Ricky Rubio is an aberration not because of his exotic hair or nationality, nor his endearing accent or teen-idol charm. Rubio is an aberration for reasons as fundamental and useful as a bounce pass.

He's the rare subject of hype who turns out to be better than advertised. He's the rare NBA player who prides himself on unselfishness. He is the rare athlete who succeeds because of savvy and intelligence rather than athletic ability.

Whether this should be considered a compliment to him or an insult to his team, it is true: 10 games into his NBA career, Rubio is the second-best player on the roster.

Tuesday, Rubio faced his toughest NBA challenge, in MVP point guard Derrick Rose and defensive mastermind Tom Thibodeau of the Bulls. Unlike many 21-year-olds, Rubio won't have to hide the test results from his parents. The Wolves' 111-100 loss was that close largely because of Rubio's gamesmanship.

He was often brilliant, leading a dramatic second-quarter comeback and challenging an elite team in a game that looked like a blowout midway through the second quarter.

By the end of the first half, Rubio had a sizeable crowd at Target Center roaring, and his coach, Rick Adelman, pumping his fist. By the end of the game, Rubio had 13 points, 12 assists and four rebounds in a season-high 36 minutes. He produced his third double-double in five games, and started the second half for the first time this season.

"I'm not happy," Rubio said, shaking his head. "We can't be down by 20 and then react."

The Bulls led by as much as 24 in the second quarter. Rubio led the Wolves on a 20-2 run to end the half, reducing Chicago's lead to 53-47.

He did it with three assists that led Anthony Randolph to the rim, three assists on Kevin Love three-pointers, by twice grabbing a rebound and leading a fast break, and by displaying a competitive fire that has rarely been so obvious. After missing a free throw in the midst of that run, Rubio stepped back and punched himself in the chest, then cursed himself as he retreated on defense.

"He has a lot of poise, even at his age," Love said. "He wants to win very bad. The game is starting to slow down for him now. He's making lots of adjustments to his game, making shots, and we can all kind of follow in his footsteps, because we all need to slow down at this point."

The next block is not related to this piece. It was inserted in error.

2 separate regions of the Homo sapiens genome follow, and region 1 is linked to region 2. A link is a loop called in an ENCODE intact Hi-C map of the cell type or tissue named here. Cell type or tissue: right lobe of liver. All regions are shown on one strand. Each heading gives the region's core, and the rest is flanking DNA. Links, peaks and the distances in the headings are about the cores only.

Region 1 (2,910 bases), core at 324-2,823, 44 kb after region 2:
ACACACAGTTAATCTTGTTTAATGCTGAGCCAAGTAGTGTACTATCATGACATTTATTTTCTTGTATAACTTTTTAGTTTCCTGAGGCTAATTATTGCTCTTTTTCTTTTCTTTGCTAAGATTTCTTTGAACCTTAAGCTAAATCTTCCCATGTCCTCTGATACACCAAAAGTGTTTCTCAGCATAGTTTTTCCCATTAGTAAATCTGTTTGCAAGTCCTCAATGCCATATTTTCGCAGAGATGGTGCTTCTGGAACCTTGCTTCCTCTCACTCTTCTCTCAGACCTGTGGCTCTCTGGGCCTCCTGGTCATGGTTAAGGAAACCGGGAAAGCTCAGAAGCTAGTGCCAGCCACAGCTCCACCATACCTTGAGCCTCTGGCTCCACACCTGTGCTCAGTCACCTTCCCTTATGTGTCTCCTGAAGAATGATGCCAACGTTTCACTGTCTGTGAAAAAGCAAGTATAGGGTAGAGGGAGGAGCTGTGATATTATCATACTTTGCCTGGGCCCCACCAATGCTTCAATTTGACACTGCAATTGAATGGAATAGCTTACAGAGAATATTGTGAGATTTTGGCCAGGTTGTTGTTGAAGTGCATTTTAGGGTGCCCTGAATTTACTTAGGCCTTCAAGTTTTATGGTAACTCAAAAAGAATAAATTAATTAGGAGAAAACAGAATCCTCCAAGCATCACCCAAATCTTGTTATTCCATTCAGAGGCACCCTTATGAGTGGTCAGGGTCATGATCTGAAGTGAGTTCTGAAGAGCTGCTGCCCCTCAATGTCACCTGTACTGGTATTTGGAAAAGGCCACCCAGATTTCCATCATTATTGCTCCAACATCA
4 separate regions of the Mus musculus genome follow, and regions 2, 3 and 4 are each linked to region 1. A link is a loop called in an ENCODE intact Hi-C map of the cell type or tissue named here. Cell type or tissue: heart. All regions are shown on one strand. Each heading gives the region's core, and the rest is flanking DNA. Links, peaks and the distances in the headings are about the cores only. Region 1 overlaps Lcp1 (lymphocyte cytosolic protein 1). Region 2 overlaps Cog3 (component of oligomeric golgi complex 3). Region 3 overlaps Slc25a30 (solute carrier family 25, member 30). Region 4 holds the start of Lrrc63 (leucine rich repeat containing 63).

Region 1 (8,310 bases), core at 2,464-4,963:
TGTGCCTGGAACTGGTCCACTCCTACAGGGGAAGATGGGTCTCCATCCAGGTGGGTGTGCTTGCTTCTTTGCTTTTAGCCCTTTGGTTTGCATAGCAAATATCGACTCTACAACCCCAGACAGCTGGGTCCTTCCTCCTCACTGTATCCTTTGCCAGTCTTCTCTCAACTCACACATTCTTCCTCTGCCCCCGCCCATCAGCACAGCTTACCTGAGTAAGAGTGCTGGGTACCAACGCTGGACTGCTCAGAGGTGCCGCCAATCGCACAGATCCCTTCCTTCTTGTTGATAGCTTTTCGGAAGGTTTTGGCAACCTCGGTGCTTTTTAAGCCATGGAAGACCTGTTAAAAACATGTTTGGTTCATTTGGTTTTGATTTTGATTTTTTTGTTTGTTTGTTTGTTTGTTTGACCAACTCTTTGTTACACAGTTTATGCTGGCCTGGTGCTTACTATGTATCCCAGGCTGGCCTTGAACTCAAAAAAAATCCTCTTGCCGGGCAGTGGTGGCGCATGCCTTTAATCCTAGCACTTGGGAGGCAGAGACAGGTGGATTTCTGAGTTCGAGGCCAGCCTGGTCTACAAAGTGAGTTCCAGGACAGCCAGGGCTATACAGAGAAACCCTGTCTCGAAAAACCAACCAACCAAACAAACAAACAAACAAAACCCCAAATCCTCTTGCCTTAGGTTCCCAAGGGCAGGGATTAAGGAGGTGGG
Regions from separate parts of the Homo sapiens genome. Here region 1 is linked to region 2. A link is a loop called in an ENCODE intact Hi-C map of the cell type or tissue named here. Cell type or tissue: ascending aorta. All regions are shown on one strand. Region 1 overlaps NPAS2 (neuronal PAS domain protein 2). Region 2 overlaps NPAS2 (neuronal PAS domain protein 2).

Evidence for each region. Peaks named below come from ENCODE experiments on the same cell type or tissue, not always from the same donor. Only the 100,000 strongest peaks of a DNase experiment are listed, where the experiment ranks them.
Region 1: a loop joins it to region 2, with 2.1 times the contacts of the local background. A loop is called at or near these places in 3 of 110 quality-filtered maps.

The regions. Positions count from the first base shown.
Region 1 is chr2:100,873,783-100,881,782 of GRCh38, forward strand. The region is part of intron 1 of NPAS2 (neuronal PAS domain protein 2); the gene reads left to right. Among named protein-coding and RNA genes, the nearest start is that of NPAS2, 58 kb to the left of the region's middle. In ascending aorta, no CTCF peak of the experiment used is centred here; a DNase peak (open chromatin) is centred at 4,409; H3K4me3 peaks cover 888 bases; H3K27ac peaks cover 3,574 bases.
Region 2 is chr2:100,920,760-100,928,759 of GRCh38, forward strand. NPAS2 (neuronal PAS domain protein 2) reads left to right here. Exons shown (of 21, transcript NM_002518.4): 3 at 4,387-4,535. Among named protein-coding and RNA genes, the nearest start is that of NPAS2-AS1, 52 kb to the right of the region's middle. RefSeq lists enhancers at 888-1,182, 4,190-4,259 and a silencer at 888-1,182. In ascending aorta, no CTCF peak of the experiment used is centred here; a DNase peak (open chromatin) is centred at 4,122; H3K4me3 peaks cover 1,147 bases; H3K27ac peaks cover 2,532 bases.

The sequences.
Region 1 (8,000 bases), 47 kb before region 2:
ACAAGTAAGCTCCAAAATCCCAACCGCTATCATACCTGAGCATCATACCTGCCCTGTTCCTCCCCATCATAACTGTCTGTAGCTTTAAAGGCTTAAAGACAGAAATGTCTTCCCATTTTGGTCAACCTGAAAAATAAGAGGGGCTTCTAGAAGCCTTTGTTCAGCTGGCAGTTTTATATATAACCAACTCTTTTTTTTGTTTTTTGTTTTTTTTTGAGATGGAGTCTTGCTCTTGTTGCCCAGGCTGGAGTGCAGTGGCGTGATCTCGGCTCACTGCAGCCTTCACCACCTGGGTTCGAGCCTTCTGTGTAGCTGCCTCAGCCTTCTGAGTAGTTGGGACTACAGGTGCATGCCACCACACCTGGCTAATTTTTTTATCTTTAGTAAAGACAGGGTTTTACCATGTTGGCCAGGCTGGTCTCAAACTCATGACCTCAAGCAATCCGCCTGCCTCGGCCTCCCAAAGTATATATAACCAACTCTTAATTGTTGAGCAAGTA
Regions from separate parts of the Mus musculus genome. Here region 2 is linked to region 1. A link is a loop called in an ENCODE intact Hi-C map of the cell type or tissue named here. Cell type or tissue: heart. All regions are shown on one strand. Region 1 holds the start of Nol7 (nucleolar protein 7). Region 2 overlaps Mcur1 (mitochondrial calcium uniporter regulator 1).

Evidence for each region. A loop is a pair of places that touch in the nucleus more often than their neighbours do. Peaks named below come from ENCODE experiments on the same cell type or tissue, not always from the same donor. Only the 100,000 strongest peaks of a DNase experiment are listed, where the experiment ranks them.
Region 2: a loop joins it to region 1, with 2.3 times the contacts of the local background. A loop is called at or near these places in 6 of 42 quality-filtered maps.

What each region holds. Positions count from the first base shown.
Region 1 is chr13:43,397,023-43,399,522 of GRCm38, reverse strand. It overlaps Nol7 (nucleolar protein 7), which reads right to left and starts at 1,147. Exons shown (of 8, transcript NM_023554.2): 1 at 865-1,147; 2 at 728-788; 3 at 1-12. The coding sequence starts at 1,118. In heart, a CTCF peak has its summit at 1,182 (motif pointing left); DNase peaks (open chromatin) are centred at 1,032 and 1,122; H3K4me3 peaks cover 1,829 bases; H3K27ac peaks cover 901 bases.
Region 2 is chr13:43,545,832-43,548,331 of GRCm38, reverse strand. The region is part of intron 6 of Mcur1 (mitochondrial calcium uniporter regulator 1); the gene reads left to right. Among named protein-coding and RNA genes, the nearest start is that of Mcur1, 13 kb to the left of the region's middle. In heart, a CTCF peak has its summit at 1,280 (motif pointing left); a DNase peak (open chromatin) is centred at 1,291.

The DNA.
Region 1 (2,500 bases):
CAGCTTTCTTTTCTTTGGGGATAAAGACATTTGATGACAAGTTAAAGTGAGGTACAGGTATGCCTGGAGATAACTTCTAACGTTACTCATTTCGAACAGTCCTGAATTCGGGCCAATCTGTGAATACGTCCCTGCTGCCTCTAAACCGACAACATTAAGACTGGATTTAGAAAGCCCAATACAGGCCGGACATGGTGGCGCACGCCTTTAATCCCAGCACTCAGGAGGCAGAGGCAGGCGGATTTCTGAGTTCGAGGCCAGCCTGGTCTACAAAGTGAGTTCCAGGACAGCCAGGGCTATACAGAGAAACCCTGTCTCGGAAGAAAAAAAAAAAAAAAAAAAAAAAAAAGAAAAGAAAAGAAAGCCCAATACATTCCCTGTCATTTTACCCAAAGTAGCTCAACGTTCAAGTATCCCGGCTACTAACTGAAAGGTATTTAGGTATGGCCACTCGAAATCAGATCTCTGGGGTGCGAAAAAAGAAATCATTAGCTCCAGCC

A child shall lead the Wolves, and a relative child already leads the Bulls. Rubio is an effective defender, but most mortals are helpless against Rose, who can blow by or shoot over just about anybody. Tuesday, Rose scored 31 points on a variety of power drives and power jumpers, twice rising to hit threes as the shot clock wound down. "He's great," Rubio said. "Maybe he is one of the best if not the best player I ever played against."

Entering the game, Rubio led all rookies in assists per game and also in a more shocking category: most fourth-quarter minutes played among all NBA players. In his first nine NBA games, Rubio sat out only seven seconds of fourth-quarter play. He sat out almost four minutes Tuesday, having played the entire third quarter.

"He's the one guy on our team that can get into the paint, going to the basket, and find the right people," Adelman said. "He's got the vision. I'm surprised he's been able to do that consistently."

The Wolves roster remains horribly flawed. After all of these rebuilding seasons, they possess no NBA shooting guards or centers. Most of their worthwhile players are either power forwards or point guards.

When Rubio runs the offense, though, the Wolves' limitations recede like wrinkles under a layer of pancake makeup.

What could have been an easy night for the Bulls turned into a game close enough to cost Thibodeau his voice in the fourth quarter.

By then, Wolves fans may have had the same problem.

Jim Souhan can be heard Sundays from 10 a.m. to noon and weekdays at 2 p.m. on 1500ESPN. His Twitter name is SouhanStrib. • jsouhan@startribune.com